The right floor for your build


When building, you may put a lot of thought into the floor coverings, but what about the sub-floor structure? Both are important to ensure a sustainable result. Lance Turner surveys the options.

When building a home, often very little thought is given to the type of flooring and sub-floor structure used. Yet different sites need different materials, with some being far more appropriate for particular sites. The design of the rest of the house will also help determine the type of floor and sub-floor used.

Your architect will have good ideas about the best flooring system to use, based on their experience with the type of building system you are using and the site specifics. But it helps to have a good understanding of the flooring systems available, so that you can consider the pros and cons of different systems and materials, and ensure that your sustainability or other requirements are met.

So let’s take a look at the most common types of flooring systems (or, more accurately, sub-flooring systems), the materials most commonly used and the types of flooring materials they can support.

Flooring requirements

A floor/sub-floor system must obviously be able to bear the entire load on top of it, potentially including the house, contents and occupants (some floor structures, such as upper floors, will only need to support the contents/occupants).

The floor’s footing system must be suitable for the type of soil you have on your block. A soil report will be required which will tell you your soil type and how reactive it is. Reactive soils are soils with a high clay content which swell when wet and shrink as they dry. This expansion and contraction can cause structural cracking, sinking and other site issues. See for a quick rundown of soil types.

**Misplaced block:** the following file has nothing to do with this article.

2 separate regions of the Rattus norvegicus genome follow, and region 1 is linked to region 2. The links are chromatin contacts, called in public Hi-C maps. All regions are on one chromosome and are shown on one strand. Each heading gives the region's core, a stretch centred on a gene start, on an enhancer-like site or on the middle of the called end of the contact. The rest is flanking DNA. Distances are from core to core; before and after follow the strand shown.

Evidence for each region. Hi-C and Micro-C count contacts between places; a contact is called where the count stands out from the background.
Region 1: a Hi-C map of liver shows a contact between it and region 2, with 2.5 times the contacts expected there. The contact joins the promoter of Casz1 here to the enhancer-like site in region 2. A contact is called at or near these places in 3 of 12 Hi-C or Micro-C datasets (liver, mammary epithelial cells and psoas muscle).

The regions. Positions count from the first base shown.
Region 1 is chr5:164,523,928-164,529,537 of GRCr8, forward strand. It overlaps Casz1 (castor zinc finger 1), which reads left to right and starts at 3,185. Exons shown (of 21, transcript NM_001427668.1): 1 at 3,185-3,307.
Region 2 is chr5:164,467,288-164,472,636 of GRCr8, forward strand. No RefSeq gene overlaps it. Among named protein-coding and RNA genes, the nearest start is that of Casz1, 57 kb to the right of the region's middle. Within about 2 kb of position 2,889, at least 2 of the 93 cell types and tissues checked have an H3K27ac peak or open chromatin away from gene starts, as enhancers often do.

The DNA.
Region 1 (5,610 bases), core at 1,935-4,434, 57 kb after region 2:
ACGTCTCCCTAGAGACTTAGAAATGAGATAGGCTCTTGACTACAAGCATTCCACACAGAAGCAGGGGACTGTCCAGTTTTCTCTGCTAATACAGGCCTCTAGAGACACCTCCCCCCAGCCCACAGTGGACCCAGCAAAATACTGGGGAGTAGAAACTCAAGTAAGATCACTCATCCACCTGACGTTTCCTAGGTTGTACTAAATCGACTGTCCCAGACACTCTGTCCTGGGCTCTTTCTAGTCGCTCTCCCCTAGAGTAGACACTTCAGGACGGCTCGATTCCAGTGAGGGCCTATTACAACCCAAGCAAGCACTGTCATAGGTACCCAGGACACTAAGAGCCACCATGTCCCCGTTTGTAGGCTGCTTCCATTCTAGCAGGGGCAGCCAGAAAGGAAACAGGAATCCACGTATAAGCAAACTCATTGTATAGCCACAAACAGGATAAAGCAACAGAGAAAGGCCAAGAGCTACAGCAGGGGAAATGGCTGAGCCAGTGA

The level of insulation required for your home will also be a factor in the type of floor you select. If you are in a cold climate then you will need a highly insulated floor, so an insulated slab or a floor on stumps that can be insulated underneath will be required.

Of course, durability is also important: the floor must last the life of the home—for example, you don’t want to have to be restumping in 10 years due to degradation of the stumps or soil movement.

Thermal mass must also be considered if your house design makes use of it. A slab provides high levels of thermal mass, although heavyweight walls (on the room-side of the insulation) tend to provide better thermal mass both in winter and summer than do concrete ground slabs. Other floor types can have thermal mass added using a number of methods, from thick ceramic tiles or slate, to adding PCMs (phase change materials).

Read the full article in ReNew 143.

Download the summary tables here.